Stop me if you’ve heard this one…
The pundits said they had no chance in their January bowl game. Outmanned and outgunned on both sides of the ball. Not enough depth. Not enough athleticism. Not enough speed. A slow, plodding team meets the irresistible force of the Southeastern Conference’s finest.
To be sure, there was the occasional voice in the wilderness. That Midwest beat writer in some random smalltown newspaper column who entertained the idea of the SEC being about parity more than superiority. “Is the SEC so competitive because the best are beating the best?” he pondered. “Or is it because the average are beating the average?”
But his was a lone voice. After all, the SEC was football country. And this was a two-loss SEC team a mere handful of points removed from a shot at the national championship game. “The best two-loss team in the country,” said many, adding, “This team is too good for such an overmatched bowl opponent.”
And just what had this “overmatched bowl opponent” and their rotund head coach done to earn such derisive nods from the college football talking heads?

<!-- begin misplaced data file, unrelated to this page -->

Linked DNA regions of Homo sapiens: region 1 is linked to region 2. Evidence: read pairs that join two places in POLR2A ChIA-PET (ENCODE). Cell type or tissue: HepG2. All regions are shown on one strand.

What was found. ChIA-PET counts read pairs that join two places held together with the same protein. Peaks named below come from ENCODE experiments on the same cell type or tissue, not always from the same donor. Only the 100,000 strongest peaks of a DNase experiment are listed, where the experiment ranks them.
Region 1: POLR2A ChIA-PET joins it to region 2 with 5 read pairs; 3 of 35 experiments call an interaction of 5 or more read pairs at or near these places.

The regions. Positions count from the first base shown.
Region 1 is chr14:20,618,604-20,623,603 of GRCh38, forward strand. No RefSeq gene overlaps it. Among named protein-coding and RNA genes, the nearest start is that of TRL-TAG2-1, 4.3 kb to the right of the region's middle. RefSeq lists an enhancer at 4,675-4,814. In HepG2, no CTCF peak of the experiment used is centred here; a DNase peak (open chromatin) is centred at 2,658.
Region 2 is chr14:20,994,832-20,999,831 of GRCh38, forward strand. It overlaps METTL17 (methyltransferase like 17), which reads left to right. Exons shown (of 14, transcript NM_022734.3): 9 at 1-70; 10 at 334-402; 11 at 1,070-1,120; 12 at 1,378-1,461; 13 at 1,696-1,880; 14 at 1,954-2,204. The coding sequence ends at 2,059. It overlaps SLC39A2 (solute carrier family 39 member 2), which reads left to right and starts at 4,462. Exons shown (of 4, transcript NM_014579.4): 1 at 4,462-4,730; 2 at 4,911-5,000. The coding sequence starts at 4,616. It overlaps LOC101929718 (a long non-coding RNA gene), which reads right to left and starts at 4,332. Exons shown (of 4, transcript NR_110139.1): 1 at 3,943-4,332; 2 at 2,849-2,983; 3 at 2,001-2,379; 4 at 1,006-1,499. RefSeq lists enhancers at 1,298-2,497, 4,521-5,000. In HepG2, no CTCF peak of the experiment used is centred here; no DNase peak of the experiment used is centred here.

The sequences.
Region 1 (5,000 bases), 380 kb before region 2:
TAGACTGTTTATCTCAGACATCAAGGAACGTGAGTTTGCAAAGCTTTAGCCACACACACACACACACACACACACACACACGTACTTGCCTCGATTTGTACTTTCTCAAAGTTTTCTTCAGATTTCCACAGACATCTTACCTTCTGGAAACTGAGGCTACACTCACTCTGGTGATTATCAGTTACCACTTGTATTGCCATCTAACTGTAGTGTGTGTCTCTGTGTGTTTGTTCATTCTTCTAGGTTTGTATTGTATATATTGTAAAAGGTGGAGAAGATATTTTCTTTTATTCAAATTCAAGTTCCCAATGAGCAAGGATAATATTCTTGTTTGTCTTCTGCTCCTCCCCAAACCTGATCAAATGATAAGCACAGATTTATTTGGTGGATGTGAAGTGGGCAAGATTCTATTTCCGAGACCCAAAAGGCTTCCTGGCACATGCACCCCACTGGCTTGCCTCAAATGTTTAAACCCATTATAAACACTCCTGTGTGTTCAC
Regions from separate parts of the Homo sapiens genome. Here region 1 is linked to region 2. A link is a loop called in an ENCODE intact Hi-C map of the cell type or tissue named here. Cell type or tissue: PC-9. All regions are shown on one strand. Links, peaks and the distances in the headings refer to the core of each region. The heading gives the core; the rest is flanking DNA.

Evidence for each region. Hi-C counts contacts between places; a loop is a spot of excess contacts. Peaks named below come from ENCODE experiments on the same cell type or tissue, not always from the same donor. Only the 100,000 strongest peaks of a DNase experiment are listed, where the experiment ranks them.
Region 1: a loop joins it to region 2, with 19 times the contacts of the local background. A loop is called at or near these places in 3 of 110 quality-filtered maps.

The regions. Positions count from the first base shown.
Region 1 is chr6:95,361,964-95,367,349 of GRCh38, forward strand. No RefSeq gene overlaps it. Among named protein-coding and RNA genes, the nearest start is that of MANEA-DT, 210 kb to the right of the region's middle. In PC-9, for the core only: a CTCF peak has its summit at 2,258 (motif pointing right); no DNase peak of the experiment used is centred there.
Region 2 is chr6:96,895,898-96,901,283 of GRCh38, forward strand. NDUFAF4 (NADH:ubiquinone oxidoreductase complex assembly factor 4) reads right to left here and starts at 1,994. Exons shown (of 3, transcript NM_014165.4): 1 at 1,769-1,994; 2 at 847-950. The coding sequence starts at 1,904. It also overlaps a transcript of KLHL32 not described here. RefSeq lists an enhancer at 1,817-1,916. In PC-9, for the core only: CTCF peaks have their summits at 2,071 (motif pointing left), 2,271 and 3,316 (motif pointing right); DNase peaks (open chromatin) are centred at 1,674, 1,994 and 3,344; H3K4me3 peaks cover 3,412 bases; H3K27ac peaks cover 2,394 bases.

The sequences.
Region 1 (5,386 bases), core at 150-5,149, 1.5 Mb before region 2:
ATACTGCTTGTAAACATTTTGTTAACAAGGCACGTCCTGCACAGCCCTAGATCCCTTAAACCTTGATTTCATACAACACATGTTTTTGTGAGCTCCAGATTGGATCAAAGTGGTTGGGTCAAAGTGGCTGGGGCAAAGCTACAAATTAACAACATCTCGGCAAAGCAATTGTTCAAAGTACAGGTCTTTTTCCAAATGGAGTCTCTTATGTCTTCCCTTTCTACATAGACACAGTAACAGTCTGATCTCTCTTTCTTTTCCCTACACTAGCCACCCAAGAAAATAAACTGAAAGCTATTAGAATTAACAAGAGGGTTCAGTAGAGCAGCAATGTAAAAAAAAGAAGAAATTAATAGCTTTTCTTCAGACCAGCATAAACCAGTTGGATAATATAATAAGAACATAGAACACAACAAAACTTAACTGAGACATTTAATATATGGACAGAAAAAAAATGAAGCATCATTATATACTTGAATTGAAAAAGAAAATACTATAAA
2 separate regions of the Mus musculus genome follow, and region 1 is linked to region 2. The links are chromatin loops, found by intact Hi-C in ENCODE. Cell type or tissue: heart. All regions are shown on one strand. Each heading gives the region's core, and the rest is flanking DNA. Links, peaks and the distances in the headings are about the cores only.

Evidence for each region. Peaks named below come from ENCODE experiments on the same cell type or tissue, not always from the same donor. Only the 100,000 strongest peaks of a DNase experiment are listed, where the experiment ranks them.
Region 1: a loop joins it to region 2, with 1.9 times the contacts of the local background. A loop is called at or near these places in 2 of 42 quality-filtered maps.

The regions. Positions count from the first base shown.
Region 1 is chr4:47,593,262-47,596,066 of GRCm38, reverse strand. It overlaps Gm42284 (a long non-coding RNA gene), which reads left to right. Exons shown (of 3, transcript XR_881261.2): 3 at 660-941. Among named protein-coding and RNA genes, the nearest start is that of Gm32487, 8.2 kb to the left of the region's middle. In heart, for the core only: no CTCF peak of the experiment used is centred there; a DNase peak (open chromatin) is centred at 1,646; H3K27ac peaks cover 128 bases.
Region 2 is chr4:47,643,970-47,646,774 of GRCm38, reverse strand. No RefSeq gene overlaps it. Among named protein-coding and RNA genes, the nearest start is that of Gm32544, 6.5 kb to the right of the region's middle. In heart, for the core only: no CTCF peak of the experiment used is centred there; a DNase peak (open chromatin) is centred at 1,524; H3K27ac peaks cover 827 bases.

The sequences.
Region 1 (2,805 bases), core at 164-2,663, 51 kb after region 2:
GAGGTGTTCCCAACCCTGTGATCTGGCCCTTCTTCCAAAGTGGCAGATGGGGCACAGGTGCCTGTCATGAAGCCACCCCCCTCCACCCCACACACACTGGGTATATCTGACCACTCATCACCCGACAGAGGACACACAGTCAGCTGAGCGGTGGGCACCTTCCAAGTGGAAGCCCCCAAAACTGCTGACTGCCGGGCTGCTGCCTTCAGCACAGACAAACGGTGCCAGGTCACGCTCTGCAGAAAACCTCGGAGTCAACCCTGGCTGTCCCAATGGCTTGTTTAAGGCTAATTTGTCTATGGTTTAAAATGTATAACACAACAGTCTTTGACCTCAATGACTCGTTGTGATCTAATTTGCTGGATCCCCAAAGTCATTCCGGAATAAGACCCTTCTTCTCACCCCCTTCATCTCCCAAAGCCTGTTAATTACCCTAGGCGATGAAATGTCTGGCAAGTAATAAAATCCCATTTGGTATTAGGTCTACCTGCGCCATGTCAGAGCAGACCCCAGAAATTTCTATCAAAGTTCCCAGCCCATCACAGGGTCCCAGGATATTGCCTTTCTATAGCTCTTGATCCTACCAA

An offense that had scored 31 or more points in 8 of 12 games was simply dismissed as a product of a “weak schedule”…
They had played a close game against a mediocre North Carolina team…
Their defense was soft, giving up a lot of points to a lot of teams, good and bad…
They had lost to the only two ranked teams they played all season…
Final Score of the 2006 Capital One Bowl:
Wisconsin 24 – Auburn 10
Are last season’s Badgers this season’s Irish?
Could two storylines be any similar, down to the smallest statistic?
Probably little more than one of those completely random string of coincidences.
Then again, it always helps that a precedence has been established.
YOU CAN’T WIN IF YOU DON’T BELIEVE.